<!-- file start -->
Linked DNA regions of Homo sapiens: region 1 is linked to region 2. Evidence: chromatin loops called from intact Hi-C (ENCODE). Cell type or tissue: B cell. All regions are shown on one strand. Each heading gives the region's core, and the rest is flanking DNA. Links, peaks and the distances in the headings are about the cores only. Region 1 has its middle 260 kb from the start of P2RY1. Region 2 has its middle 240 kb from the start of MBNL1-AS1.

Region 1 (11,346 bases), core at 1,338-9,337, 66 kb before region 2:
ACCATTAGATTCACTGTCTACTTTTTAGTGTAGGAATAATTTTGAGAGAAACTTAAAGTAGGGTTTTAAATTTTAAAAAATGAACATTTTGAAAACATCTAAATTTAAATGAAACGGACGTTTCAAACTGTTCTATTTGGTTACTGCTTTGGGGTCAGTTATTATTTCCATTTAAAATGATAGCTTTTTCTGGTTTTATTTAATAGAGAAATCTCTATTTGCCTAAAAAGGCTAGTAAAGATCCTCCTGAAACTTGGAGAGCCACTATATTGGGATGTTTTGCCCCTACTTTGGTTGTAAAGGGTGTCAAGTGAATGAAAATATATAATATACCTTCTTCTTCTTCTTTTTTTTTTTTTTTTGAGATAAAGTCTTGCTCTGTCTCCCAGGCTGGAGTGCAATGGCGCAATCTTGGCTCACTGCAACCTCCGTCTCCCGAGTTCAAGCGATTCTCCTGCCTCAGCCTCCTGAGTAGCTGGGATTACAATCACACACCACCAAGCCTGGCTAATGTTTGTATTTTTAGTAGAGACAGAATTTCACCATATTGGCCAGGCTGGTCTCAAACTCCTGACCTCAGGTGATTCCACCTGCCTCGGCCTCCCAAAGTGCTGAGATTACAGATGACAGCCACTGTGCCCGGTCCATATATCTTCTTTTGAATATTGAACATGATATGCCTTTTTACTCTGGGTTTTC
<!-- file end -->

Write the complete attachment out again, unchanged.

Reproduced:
Linked DNA regions of Homo sapiens: region 1 is linked to region 2. Evidence: chromatin loops called from intact Hi-C (ENCODE). Cell type or tissue: B cell. All regions are shown on one strand. Each heading gives the region's core, and the rest is flanking DNA. Links, peaks and the distances in the headings are about the cores only. Region 1 has its middle 260 kb from the start of P2RY1. Region 2 has its middle 240 kb from the start of MBNL1-AS1.

Region 1 (11,346 bases), core at 1,338-9,337, 66 kb before region 2:
ACCATTAGATTCACTGTCTACTTTTTAGTGTAGGAATAATTTTGAGAGAAACTTAAAGTAGGGTTTTAAATTTTAAAAAATGAACATTTTGAAAACATCTAAATTTAAATGAAACGGACGTTTCAAACTGTTCTATTTGGTTACTGCTTTGGGGTCAGTTATTATTTCCATTTAAAATGATAGCTTTTTCTGGTTTTATTTAATAGAGAAATCTCTATTTGCCTAAAAAGGCTAGTAAAGATCCTCCTGAAACTTGGAGAGCCACTATATTGGGATGTTTTGCCCCTACTTTGGTTGTAAAGGGTGTCAAGTGAATGAAAATATATAATATACCTTCTTCTTCTTCTTTTTTTTTTTTTTTTGAGATAAAGTCTTGCTCTGTCTCCCAGGCTGGAGTGCAATGGCGCAATCTTGGCTCACTGCAACCTCCGTCTCCCGAGTTCAAGCGATTCTCCTGCCTCAGCCTCCTGAGTAGCTGGGATTACAATCACACACCACCAAGCCTGGCTAATGTTTGTATTTTTAGTAGAGACAGAATTTCACCATATTGGCCAGGCTGGTCTCAAACTCCTGACCTCAGGTGATTCCACCTGCCTCGGCCTCCCAAAGTGCTGAGATTACAGATGACAGCCACTGTGCCCGGTCCATATATCTTCTTTTGAATATTGAACATGATATGCCTTTTTACTCTGGGTTTTC